Owners of websites and mobile applications that utilize cookies and other tracking technologies, e.g., pixels, app SDKs (tracking technologies), for interest-based advertising and other activities inherently share data across the digital ecosystem and will have to address these activities as part of their greater California Consumer Privacy Act (CCPA) compliance approach. In particular, the CCPA’s novel “do not sell” right and broad definition of “personal information” (PI) (which includes but is not limited to IP addresses, device IDs, cookie IDs and other unique identifiers) is directly implicated in these types of data transfers. With respect to tracking technologies under the CCPA, various approaches are emerging to take certain PI transfers outside the scope of a “sale” by the publisher and for complying with a consumer’s do-not-sell opt-out request if necessary, although there remains no industry consensus and the California attorney general (AG) has provided no direct guidance on the issue. This post discusses the emerging approaches to CCPA compliance for tracking technologies, and in particular the CCPA frameworks developed by the Internet Advertising Bureau (IAB), the Digital Advertising Alliance (DAA) and Google. Whether you adopt one or more of these framework approaches, integrate a do-not-sell tool to shut down all cookies that are not strictly acting as service providers or take the position that third-party tracking technologies’ data activities are simply not a sale by you, it is recommended that your privacy notice and consumer rights request messaging clearly explain the approach(es) you are taking and the scope and limitation of consumer choice offered thereby. Until there is further guidance from the AG, the biggest risk would seem to be a claim that you are being deceptive with regard to how you are treating tracking technologies under the CCPA. Continue Reading
We are in the midst of a global pandemic. This scourge is easily transmitted, and infections are difficult to eradicate. It learns from our defenses and then mutates into new variants. It comes in various forms, with exotic names such as Sodinokibi, GandCrab and Ryuk. Sometimes its effects are mild, but in many cases it can cause extreme disruption and panic and has devastating consequences. But this plague, also known as ransomware, can’t be treated with a vaccine or avoided by wearing masks or washing hands.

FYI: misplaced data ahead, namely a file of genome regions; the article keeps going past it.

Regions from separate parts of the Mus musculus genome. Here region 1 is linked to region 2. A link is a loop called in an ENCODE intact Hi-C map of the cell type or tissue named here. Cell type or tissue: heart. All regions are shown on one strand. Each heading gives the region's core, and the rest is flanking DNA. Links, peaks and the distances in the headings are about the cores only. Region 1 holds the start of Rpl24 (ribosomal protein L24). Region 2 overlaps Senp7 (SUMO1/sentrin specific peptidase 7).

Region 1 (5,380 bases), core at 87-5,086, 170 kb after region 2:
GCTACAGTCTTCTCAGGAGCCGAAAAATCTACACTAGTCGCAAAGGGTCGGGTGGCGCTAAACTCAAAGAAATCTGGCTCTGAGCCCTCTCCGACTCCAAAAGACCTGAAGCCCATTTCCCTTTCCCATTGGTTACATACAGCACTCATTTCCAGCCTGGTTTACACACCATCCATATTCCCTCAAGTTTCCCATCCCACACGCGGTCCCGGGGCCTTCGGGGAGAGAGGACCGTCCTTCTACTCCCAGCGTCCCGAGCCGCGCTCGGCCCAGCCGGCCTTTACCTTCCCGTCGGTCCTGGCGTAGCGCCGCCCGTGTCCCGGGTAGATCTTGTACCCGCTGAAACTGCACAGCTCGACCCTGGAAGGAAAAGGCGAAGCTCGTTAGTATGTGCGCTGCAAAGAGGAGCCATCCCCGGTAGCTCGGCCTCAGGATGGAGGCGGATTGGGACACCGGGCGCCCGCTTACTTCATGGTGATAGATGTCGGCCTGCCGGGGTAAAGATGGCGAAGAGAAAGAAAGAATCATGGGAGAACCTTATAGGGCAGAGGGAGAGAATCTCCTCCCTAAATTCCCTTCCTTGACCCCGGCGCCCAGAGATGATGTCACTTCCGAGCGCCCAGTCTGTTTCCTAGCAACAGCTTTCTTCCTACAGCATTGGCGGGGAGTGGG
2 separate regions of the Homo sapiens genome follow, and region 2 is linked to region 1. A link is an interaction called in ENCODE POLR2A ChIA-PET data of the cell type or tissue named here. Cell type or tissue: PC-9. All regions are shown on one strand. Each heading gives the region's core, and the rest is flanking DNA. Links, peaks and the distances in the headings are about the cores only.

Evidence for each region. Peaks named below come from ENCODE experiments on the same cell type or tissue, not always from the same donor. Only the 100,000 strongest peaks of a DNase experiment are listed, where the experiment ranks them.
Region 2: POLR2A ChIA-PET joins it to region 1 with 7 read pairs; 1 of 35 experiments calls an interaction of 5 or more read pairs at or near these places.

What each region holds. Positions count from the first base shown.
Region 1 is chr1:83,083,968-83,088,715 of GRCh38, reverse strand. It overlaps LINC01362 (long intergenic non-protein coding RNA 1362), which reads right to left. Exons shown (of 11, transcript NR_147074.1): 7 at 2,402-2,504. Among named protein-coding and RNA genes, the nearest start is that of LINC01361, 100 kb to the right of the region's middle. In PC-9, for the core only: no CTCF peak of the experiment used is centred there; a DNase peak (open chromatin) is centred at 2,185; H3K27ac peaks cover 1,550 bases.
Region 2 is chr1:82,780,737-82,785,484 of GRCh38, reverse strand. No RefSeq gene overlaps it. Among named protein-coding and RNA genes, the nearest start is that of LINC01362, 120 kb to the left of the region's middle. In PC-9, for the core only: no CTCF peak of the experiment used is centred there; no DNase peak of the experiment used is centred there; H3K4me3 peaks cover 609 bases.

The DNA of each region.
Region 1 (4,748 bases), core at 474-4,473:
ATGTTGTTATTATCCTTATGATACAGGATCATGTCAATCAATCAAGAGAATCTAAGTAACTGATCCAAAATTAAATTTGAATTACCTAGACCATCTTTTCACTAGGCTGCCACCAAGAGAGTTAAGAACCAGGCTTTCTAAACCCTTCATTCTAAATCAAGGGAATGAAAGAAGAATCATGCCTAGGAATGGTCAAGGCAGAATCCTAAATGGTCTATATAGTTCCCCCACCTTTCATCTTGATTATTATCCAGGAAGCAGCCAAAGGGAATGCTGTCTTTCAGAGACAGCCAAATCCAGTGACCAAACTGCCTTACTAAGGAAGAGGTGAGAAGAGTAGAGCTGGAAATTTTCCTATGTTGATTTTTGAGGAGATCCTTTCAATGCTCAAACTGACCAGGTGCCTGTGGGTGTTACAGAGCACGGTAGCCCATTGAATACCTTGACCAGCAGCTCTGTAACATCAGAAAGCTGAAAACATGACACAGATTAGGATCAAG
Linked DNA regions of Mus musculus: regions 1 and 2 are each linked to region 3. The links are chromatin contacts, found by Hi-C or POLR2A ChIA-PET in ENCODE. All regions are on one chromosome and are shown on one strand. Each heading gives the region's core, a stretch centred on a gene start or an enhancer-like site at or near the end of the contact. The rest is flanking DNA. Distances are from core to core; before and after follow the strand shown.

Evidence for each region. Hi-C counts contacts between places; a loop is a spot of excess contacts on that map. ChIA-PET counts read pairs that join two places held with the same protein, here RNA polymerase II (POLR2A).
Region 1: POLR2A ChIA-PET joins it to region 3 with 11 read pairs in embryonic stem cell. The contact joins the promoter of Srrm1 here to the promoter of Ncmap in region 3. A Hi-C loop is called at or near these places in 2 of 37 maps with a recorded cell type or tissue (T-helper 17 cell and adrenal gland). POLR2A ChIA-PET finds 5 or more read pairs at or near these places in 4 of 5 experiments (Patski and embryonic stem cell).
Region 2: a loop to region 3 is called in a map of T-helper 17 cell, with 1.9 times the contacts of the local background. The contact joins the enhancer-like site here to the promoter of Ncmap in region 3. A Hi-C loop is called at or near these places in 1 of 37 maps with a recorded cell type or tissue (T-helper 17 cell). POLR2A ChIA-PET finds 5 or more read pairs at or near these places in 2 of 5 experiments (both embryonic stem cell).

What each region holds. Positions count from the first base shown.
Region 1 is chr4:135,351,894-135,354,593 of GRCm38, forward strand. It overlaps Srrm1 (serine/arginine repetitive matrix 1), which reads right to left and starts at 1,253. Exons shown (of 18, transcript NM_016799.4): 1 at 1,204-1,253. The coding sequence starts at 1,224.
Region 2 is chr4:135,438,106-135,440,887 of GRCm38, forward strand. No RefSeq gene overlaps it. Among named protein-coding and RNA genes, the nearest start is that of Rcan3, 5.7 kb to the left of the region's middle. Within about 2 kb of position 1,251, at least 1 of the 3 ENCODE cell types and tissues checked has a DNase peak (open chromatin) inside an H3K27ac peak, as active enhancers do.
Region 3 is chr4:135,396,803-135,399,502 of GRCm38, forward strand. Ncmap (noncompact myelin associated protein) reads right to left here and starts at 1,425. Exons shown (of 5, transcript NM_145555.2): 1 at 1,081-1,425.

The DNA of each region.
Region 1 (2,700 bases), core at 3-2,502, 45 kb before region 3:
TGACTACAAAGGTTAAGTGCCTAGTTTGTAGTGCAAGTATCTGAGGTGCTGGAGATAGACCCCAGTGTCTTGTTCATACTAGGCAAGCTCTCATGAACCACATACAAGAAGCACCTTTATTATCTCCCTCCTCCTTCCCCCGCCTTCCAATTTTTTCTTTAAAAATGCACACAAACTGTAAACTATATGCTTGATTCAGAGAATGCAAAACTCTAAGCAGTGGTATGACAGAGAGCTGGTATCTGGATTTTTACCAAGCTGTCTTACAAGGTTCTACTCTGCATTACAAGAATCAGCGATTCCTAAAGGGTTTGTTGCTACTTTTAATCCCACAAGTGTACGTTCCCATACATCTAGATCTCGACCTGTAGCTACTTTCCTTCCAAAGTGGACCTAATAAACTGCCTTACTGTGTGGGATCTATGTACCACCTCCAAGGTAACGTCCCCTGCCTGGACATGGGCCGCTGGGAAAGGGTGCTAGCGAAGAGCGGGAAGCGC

So how bad is this pestilence? Ransomware has infected government entities, large corporations, healthcare providers, universities and businesses of all types and sizes. And the ransom amounts paid have only been increasing.
According to a company that negotiates ransom payments for victims, attackers at the end of 2019 collected more than double the ransom amounts paid earlier in the year – with the high end at $780,000 and the low end at $1,500. The average payment is now $84,116, and organizations had on average 16 days of downtime (up from about 12 days). And the publicly available information, mostly relating to government entities, shows payments in 2019 of $500,000 by one Florida city, $600,000 by another and $400,000 by a Georgia county. In many instances, private entities have received demands of over $1 million. Continue Reading
After the Washington Privacy Act (“WPA”) failed to pass in 2019, state legislators promised to renew their efforts in the 2020 legislative session. Lawmakers kept this promise last month, introducing three bills targeted at an array of consumer privacy issues. The first bill, SB 6281, or the Washington Privacy Act, introduced in the Senate on January 14, is a comprehensive privacy bill modeled after the European Union’s General Data Protection Regulation (“GDPR”) with aspects of the California Consumer Privacy Act (“CCPA”) sprinkled in. The second bill, HB 2485, introduced on January 15 in the House, would regulate data collection and use practices of consumer genetic-testing companies. HB 2644, introduced a day later in the House, seeks to regulate the use of artificial intelligence-enabled profiling. While HB 2485 and HB 2644 target discrete privacy issues, SB 6281 attempts to set general guardrails for the permissible collection, use and disclosure of Washington residents’ personal data. Here, we delve into the details of the first and most comprehensive privacy bill introduced yet this legislative session: SB 6281. Continue Reading